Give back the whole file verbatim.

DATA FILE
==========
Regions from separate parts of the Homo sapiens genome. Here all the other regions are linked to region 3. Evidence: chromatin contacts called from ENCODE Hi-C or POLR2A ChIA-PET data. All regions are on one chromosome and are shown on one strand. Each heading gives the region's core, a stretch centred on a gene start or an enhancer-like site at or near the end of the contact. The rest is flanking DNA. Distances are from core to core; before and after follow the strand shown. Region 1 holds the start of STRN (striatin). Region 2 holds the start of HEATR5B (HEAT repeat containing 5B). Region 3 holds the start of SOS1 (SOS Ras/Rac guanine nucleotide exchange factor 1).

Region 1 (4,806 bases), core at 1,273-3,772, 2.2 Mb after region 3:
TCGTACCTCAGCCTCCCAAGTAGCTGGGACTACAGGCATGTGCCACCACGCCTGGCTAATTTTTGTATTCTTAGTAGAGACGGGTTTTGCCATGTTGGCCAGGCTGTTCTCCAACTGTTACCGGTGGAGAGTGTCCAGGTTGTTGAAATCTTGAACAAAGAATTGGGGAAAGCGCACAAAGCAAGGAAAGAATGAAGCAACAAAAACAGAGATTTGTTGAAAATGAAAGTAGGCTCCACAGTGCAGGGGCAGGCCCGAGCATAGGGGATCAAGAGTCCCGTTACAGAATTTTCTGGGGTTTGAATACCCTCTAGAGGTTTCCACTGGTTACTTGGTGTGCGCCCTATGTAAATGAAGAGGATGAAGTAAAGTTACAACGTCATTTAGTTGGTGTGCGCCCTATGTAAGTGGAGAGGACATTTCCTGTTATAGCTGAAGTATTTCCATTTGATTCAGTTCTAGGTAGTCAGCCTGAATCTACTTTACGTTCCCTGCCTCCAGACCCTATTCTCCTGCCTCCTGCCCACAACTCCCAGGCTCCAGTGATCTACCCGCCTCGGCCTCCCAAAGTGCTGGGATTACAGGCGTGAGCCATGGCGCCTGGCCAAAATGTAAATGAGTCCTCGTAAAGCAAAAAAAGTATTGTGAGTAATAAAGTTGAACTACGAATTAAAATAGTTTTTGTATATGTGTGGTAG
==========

Regions from separate parts of the Homo sapiens genome. Here all the other regions are linked to region 3. Evidence: chromatin contacts called from ENCODE Hi-C or POLR2A ChIA-PET data. All regions are on one chromosome and are shown on one strand. Each heading gives the region's core, a stretch centred on a gene start or an enhancer-like site at or near the end of the contact. The rest is flanking DNA. Distances are from core to core; before and after follow the strand shown. Region 1 holds the start of STRN (striatin). Region 2 holds the start of HEATR5B (HEAT repeat containing 5B). Region 3 holds the start of SOS1 (SOS Ras/Rac guanine nucleotide exchange factor 1).

Region 1 (4,806 bases), core at 1,273-3,772, 2.2 Mb after region 3:
TCGTACCTCAGCCTCCCAAGTAGCTGGGACTACAGGCATGTGCCACCACGCCTGGCTAATTTTTGTATTCTTAGTAGAGACGGGTTTTGCCATGTTGGCCAGGCTGTTCTCCAACTGTTACCGGTGGAGAGTGTCCAGGTTGTTGAAATCTTGAACAAAGAATTGGGGAAAGCGCACAAAGCAAGGAAAGAATGAAGCAACAAAAACAGAGATTTGTTGAAAATGAAAGTAGGCTCCACAGTGCAGGGGCAGGCCCGAGCATAGGGGATCAAGAGTCCCGTTACAGAATTTTCTGGGGTTTGAATACCCTCTAGAGGTTTCCACTGGTTACTTGGTGTGCGCCCTATGTAAATGAAGAGGATGAAGTAAAGTTACAACGTCATTTAGTTGGTGTGCGCCCTATGTAAGTGGAGAGGACATTTCCTGTTATAGCTGAAGTATTTCCATTTGATTCAGTTCTAGGTAGTCAGCCTGAATCTACTTTACGTTCCCTGCCTCCAGACCCTATTCTCCTGCCTCCTGCCCACAACTCCCAGGCTCCAGTGATCTACCCGCCTCGGCCTCCCAAAGTGCTGGGATTACAGGCGTGAGCCATGGCGCCTGGCCAAAATGTAAATGAGTCCTCGTAAAGCAAAAAAAGTATTGTGAGTAATAAAGTTGAACTACGAATTAAAATAGTTTTTGTATATGTGTGGTAG